Setting goals is an integral part of participating in sports. Even when we think we aren't setting goals we really are and just don't realize it. And, of course, there are many different types of goals which can be short-term, long-term and somewhere in between.
What Should My Goals Be?
One of the biggest problems in goal setting is knowing what type of goal to set. For those just starting out in a particular sport, just participating or being able to finish an organized event is a reasonable goal. As you progress in a sport, the goals will most likely become more substantial.
A good question worth asking is, how do I figure out what my goals should be? I think it is important to set goals that are dependent on how you prepare and perform. By that, I mean, you should set goals where you have the overwhelming majority of control over the outcome.
To expand on that thought a bit more it is important to avoid setting goals such as wanting to beat a specific rider to the top of a specific climb on the weekly group ride. Sure, that may be something you want to accomplish, but the problem with such a goal is that it is heavily dependent on the performance of the other selected rider.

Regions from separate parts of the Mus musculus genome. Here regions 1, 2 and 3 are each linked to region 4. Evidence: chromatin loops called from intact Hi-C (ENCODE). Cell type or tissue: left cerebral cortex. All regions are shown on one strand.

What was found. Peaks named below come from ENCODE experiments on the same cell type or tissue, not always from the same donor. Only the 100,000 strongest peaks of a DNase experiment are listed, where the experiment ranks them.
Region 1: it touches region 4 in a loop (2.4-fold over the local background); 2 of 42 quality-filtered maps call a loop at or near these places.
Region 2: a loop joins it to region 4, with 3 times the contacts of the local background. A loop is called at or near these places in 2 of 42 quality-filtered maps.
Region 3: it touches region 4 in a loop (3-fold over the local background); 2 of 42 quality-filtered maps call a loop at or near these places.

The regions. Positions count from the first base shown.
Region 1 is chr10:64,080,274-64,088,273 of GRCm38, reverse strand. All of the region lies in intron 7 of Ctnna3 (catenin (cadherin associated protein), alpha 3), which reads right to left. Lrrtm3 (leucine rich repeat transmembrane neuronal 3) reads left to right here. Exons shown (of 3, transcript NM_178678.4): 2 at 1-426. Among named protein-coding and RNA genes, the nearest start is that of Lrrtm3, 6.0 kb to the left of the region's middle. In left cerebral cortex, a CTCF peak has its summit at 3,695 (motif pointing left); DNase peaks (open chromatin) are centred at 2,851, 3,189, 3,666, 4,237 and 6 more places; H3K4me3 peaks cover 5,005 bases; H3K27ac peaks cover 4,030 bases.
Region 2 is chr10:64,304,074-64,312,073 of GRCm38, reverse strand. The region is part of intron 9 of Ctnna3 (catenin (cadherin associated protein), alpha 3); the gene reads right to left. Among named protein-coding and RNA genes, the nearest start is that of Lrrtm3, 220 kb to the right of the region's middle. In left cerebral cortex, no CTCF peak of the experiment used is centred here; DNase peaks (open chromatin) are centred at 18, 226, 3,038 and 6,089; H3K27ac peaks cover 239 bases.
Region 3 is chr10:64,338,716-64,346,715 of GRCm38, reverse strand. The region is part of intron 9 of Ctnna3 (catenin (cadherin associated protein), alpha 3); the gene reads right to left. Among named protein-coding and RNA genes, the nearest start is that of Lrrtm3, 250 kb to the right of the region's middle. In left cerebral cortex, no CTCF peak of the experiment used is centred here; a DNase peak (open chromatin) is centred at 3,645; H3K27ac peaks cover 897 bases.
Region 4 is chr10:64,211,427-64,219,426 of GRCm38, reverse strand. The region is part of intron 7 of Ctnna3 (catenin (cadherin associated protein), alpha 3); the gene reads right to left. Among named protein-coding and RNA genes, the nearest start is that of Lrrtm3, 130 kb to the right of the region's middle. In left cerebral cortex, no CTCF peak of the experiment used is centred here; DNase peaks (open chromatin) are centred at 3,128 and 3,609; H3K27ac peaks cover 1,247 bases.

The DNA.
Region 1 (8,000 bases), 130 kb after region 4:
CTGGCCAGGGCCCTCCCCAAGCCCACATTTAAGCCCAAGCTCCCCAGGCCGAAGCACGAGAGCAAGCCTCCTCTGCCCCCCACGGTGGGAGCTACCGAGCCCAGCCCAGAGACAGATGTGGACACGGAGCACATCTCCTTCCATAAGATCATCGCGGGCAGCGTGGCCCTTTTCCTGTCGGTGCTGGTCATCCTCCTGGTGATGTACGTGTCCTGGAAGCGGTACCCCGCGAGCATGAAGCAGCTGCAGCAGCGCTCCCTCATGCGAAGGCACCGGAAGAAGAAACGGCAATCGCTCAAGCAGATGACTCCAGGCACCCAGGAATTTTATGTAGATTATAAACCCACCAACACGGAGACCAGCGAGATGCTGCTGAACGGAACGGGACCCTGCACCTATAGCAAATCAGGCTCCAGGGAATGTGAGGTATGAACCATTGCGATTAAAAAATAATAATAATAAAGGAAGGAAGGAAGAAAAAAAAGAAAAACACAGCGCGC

Maybe you have been spending all spring trying to beat this rider and when you finally do, you find out that his wife just had a baby and not only has he been off his bike for the past several weeks, but he got just three hours of sleep the night before. Obviously, this raises the question, did you beat your nemesis because you improved your riding and met your goal, or was the outcome most likely due to the other rider's performance slipping? Regardless, you might consider the goal met and claim victory, but it is a hollow win any way you look at it.